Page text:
February 25, 2011 § Leave a comment
“A way to clarify what one wants to do.” – Dick Bolles
The Flower Exercise prescribed in Bolles’ “What Color is Your Parachute?” is designed to help those seeking career guidance with an inventorying system of their skills, traits, personality and other elements. A number of us in the studio have been working through the exercise and have found it valuable. The process helped me identify an area in which I have (some) expertise and a big interest in – sustainability. I’ve educated myself on sustainability issues, having attended conferences and seminars in addition to implementing several projects in my home. My interest lies in helping individuals, organizations and even communities benefit from designing and implementing sustainable practices, affecting large systems down to the components of a personal product or individual process. Working through the “flower” exercise allowed me to recognize this alignment of my personal values and interests and my skills that I might not have seen otherwise.
After working through the exercise and feeling enthused by the results, and hearing positive comments from others that had done it, I decided it would be a good move as a mentor to talk with Sam about the exercise. It was not assigned to her as part of a class but I knew that she had started the exercise to prepare herself for securing a summer internship. When we sat down to talk about it she had not yet finished but was interested in my results. I shared my insight from above and suggested it was a positive process that could help in fine-tuning a resume. Our talk then turned resumes’ and their contents as well as what type of job she was seeking. I had this same concern last year regarding how to craft my resume’ in light of my new educational experience and was able to share my most recent resume’ with Sam and direct her to a section of the “parachute” book that offered useful advice. I also shared my previous summer’s experience of attending a design education fellowship, making local innovation connections, and reflecting on the first 2 semesters of the MFA program. Samantha hopes to secure an internship in design research or innovation outside of Indianapolis and I think that would be a great experience in a number of ways for her. She best get to work on her flower exercise.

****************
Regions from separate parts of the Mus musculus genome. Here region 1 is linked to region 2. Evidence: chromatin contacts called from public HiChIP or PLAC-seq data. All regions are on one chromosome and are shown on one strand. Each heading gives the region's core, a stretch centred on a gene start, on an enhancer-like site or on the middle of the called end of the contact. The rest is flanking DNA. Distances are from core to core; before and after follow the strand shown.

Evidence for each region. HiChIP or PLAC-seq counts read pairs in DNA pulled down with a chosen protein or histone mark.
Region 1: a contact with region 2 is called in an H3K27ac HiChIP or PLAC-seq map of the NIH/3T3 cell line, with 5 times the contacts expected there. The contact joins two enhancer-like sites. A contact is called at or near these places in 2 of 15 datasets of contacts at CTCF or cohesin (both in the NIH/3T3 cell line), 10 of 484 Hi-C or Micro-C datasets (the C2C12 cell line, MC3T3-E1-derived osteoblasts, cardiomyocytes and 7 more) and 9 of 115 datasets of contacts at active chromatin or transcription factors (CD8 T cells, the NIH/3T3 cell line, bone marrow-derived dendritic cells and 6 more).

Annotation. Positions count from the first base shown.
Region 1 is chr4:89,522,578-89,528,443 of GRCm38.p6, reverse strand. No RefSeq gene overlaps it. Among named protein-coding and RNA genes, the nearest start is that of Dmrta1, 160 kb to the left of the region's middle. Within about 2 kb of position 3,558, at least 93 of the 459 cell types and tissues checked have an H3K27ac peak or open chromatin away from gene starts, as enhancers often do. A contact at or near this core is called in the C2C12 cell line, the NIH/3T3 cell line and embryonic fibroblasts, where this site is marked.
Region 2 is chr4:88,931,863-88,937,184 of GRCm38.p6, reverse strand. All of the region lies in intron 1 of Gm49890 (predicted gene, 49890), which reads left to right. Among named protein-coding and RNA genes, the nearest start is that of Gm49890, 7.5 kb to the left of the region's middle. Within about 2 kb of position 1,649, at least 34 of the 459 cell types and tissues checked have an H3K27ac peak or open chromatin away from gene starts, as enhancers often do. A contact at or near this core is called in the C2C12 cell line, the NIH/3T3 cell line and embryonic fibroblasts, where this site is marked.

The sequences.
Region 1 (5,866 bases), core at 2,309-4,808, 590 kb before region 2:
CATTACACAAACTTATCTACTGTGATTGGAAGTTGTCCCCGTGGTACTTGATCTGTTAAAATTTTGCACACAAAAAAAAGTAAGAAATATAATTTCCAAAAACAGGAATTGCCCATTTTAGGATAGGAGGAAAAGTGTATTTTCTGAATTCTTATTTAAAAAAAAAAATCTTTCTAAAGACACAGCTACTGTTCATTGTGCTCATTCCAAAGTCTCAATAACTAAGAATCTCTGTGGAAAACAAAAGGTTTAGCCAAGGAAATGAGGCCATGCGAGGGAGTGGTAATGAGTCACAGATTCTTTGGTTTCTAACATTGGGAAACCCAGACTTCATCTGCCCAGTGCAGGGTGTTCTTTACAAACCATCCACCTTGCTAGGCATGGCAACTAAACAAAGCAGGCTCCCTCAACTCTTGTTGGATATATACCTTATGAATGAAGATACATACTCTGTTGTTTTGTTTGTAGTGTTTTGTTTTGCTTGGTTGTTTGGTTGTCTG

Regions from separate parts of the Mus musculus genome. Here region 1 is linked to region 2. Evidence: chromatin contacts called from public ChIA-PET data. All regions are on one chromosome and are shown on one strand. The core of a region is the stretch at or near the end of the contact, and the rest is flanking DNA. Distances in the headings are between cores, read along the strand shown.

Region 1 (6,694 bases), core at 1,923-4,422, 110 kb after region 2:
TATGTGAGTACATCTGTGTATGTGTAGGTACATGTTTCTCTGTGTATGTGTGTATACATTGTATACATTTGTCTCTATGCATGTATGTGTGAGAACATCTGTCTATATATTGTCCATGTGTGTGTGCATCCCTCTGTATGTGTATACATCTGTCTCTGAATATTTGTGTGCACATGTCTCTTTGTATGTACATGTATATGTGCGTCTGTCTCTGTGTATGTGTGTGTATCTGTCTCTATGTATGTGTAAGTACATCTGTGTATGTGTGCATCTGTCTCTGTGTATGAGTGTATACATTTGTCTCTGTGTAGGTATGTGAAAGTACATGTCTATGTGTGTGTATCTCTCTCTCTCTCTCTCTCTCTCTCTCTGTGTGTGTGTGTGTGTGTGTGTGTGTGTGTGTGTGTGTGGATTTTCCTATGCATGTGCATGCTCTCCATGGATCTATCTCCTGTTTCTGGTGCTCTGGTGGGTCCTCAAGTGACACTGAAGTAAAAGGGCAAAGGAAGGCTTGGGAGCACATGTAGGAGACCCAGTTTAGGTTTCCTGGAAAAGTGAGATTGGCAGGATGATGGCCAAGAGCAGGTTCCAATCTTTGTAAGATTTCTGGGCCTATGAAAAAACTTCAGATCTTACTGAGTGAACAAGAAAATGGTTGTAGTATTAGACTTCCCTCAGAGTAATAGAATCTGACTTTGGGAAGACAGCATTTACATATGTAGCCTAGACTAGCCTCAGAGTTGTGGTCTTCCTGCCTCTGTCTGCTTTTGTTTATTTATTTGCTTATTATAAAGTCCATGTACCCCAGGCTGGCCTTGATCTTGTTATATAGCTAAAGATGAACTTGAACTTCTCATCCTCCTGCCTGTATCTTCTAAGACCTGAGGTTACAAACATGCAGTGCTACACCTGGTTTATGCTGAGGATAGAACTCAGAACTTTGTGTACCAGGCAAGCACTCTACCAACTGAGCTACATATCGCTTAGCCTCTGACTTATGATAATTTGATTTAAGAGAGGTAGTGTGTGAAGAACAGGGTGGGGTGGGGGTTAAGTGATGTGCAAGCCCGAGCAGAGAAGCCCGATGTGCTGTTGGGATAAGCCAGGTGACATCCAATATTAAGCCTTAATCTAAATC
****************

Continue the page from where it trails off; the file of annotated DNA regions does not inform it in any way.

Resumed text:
December 8, 2010 § Leave a comment
To cap off our thesis proposals we hosted a poster day so that we could share our work to date, get feedback and talk about our plans for the project. As always seems to be the case, making visuals and additional content helps with the main task at hand — in this case writing a thesis proposal. To create an engaging poster that tells the story I had to know my project and develop a story to tell. I decided that my objective was to create a poster that anyone who attended could understand and engage with me in my project after viewing it for 2-3 minutes. The story that I wanted to tell was that pairing visualizations with written text will improve cognition by a larger audience; that citizens often don’t but do need to participate in complex issues within their local government; and that my hypothesis and future research would attempt to see if the addition of visualizations to government communication on complex issues could increase citizen participation on those issues.
Yesterday came poster day and we were delighted to host a crowd that I would estimate at about 40 attendees, consisting of friends and family, Herron students and faculty and other interested parties. I was able to talk with about 10 of them at length about my project and received some great feedback. Some had insightful comments regarding my future research and how visualizations help them learn in their lives. A number also commented that they liked my poster and that they thought it was the easiest to engage (communications objective achieved). Many people were excited about the potential of getting more people involved in government, which is my main goal.